Review Summary: DC's Mist-ical power trio.
Life Beyond were not a nationally-known act, but they had the power to enchant in an instant. You hear the ruckus rumbling through the walls outside the club as you’re paying for your ticket and getting your hand stamped, thinking to yourself, “Is it me, or does that sound pretty good?” But it’s the first band, some local schlubs tacked onto the bill at the last minute – not the all-powerful headliner that you forked out hard-earned pennies to see! But then as you get through the doors and get scanned and frisked and fingerprinted and they check the serial number on the side of your cell phone, then you shout at the bartender, right in her ear with five earrings several times, only to have her point at a sign that gives you basically three choices of canned beverage. After all that, you approach the stage and decide it actually does sound pretty good. You’re already doing that sort of elephant-sway thing with your head. Life Beyond was that type of band.
Already seasoned journeymen of the Baltimore/DC metal scene way back in 2000, (all 3 members flirted with thrash bands in prior lives) they groove with mystical qualities that only a power trio can muster. Now, it’s a good idea to approach an album with ‘planet themes’ on the cover with a certain degree of caution - some bands just drone away on the same bits for too long, trying some sweet-leaf induced form of levitation, musical chops long burned away in clouds of bong smoke. But Life Beyond has a lot on offer. Lyrically rather positive, life lessons and course-corrections described with wisps of hippy enlightenment. Freakish longhair guitarist Danny Kenyon coaxes blazing low-end riffs and memorable wah-solos for the duration of the record, his vocals strong and heavy (talented vocalists are not always a given for bands of the Maryland doom scene). The zigzag changes and rolling tom-workouts of drummer Gus Basilika are fluid, while bassist Louis Strachan (he’s become sort of a legendary 4-string nomad in the DC doom underworld) is all over that thing. You won’t believe the funk comin’ outcha speaker when his distinctive burbles start dancing over that rhythm.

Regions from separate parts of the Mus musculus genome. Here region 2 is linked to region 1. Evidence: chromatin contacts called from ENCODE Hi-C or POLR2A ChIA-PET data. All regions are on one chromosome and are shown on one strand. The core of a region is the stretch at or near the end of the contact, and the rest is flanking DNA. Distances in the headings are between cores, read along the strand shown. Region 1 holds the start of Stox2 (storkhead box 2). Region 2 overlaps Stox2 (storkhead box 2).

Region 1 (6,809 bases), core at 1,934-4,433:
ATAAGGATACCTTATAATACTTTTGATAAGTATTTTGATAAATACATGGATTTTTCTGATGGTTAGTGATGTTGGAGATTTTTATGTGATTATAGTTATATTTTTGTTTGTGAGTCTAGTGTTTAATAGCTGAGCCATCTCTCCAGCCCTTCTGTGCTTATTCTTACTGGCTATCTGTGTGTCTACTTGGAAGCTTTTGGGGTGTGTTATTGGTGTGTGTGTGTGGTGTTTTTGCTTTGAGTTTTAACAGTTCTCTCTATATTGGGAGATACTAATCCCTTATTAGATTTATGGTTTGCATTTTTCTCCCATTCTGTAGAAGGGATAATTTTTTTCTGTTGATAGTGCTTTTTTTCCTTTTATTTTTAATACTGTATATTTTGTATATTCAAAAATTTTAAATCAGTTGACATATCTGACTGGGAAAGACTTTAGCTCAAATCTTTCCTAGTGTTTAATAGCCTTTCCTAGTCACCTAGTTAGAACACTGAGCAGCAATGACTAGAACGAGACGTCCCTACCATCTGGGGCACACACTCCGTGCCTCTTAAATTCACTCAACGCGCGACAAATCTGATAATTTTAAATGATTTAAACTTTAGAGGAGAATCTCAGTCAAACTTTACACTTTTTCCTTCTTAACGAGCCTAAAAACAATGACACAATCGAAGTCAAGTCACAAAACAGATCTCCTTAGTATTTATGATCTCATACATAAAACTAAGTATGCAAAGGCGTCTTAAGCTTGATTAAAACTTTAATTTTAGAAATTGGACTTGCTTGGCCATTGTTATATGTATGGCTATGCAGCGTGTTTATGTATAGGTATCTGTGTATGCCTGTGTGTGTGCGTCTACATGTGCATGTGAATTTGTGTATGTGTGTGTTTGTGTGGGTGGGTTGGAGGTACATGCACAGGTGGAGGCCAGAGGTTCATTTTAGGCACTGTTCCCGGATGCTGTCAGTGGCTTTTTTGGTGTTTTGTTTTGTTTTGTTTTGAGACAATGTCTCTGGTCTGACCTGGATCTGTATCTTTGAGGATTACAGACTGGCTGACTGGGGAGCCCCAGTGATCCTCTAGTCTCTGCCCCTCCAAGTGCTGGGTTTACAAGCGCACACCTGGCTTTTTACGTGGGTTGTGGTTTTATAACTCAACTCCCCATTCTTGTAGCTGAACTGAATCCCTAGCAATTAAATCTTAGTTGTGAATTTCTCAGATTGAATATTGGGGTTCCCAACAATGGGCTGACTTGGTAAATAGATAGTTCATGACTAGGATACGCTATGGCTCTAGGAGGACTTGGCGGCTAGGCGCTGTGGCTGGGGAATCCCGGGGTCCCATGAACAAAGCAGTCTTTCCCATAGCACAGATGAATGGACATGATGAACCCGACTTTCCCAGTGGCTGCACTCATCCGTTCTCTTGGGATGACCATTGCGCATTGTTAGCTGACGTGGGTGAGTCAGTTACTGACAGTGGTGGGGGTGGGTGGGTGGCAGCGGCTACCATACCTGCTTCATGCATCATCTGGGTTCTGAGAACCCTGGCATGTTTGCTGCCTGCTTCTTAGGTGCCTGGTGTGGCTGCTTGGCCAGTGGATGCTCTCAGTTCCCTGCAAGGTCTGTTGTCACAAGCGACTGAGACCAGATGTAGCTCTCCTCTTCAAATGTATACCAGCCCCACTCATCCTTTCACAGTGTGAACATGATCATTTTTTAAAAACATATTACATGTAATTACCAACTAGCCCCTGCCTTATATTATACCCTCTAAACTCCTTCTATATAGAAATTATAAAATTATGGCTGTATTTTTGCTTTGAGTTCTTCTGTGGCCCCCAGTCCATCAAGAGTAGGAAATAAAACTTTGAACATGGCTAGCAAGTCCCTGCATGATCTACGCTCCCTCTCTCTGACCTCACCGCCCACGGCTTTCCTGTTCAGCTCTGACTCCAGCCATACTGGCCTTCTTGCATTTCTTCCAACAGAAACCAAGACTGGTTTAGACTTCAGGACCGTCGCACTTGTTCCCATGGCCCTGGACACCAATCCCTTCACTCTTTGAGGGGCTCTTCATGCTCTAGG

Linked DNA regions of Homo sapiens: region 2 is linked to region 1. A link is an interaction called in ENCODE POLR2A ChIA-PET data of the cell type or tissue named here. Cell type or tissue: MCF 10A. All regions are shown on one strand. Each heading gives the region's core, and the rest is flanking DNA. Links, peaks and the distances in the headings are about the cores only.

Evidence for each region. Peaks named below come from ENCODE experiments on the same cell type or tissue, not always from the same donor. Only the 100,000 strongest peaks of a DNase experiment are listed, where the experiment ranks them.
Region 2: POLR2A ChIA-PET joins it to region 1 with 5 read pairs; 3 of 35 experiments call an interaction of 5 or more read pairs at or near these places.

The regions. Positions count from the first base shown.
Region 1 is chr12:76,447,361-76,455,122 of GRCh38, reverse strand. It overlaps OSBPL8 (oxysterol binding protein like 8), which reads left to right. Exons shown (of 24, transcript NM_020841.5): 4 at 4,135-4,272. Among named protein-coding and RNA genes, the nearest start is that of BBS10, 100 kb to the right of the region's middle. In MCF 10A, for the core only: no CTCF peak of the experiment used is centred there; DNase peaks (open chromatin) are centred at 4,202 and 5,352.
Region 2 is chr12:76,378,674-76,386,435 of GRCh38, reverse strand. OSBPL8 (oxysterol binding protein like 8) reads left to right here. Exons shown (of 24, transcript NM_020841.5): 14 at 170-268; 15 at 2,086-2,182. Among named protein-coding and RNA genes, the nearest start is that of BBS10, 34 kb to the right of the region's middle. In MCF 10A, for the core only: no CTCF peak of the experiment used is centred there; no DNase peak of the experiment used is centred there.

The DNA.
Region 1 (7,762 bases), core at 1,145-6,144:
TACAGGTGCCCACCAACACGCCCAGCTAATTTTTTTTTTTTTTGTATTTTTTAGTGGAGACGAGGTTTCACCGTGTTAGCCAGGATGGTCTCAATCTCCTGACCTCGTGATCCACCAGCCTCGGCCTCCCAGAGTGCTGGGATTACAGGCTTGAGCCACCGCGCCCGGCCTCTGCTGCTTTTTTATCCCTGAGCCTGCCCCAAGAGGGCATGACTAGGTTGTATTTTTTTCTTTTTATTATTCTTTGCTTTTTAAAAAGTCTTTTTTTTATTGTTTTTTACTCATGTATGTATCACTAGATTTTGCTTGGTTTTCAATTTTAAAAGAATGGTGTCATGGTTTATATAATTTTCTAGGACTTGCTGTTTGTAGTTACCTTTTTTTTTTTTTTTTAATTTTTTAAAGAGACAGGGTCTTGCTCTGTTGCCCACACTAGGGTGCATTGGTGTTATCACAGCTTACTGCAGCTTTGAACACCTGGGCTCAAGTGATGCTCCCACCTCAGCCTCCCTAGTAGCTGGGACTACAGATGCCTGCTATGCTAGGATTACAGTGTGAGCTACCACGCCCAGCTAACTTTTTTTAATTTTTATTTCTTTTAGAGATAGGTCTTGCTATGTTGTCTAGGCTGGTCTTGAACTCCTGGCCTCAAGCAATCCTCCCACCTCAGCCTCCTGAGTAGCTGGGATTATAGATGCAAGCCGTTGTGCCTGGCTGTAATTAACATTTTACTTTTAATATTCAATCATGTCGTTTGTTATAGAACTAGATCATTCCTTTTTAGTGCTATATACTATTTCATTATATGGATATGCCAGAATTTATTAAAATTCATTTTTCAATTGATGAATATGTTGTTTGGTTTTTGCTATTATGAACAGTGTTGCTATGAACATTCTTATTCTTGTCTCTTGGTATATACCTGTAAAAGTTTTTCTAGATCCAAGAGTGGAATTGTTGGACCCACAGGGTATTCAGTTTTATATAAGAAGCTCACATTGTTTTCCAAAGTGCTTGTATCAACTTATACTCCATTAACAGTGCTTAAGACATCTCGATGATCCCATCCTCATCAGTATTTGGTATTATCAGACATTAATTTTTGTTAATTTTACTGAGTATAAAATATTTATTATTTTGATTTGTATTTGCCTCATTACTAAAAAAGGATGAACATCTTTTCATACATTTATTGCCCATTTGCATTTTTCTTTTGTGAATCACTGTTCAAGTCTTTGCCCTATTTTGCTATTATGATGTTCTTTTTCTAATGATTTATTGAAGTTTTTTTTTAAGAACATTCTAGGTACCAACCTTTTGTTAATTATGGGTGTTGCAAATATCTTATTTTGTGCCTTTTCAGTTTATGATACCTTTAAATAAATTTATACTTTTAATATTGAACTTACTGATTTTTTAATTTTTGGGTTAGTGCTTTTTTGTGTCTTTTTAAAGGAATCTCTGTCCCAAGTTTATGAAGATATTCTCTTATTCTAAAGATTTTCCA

The album is a decent gateway drug into the world of DC stoner metal, built as it is on shimmery downer-jangles and grungy riffs (think Alice in Chains) coexisting with the blues-based classic doom thunder of Sabbath (think Ozzy-era). The swirl of these two styles is so complete, so blended, it’s impossible to predict where one will segue into the other. Something like “Keep You Well” slides from Jerry Cantrell-like open guitar oscillations to gut-punching heaviness and back again, the whole thing riding on the shoulders of Strachan’s jazz-like bass workout. The 6+ minute “Endless Sea” follows a similar pattern, clean and trippy pushing against lumbering bombast with riffs that just thump the chest. But just when you think Life Beyond are all about dispensing grunge in a doomier package, something like “Old Fashioned Spirit” confounds the notion with it’s big-bottomed 70s Sabbath groove, the band really stretching their trio superpowers as Kenyon lets the rhythm guitar fall to the wayside, surfing the grandiose bassline, delivering the line “Lord knows what we could do If we just give a little love!” dispensing the freewheeling love juice with gusto as the band blasts away into a ragged Iommi-informed stomp along the lines of ‘A National Acrobat’.
The high point of the disc is assuredly “Dejamnesia/Out of a Dream”, an exercise in both of the aforementioned styles, dark riffs tumbling out of the sky on top of one another. The squallish intro coalesces in a dreadful fist-banging Hand of Doom-style pulse. At the song’s apex, it’s a churning exhibition of moody psych melodies breaking against aggressive low-end sonics. Translation: an exercise in badass doom jams.
There’s a lot to enjoy, some of the songs feature extended jams for several minutes before the first vocal – a sort of lost art nod to prog’s monster days. But the heavy/trippy vibe of the record doesn’t really build tension in the purely Sabbathean sense, some of the aforementioned tracks change gears almost too quickly, riffs dropping without warning. Even the best Life Beyond songs come across as segments stapled together, but the level of musicianship is high enough to hide the patchwork. Kenyon incorporates some harmonized segments, and while it does beef up some of the solos, it’s widely unnecessary. I’d like to hear less rhythm guitar – certainly the rhythm section can carry the proceedings. Plus, there’s no single track here distinctive enough to challenge the might of early Obsessed or Pentagram.
Ultimately Life Beyond make all the right noises, flaws few and far-between. Fans of AiC and Sabs should be all over Thousand Vision Mist.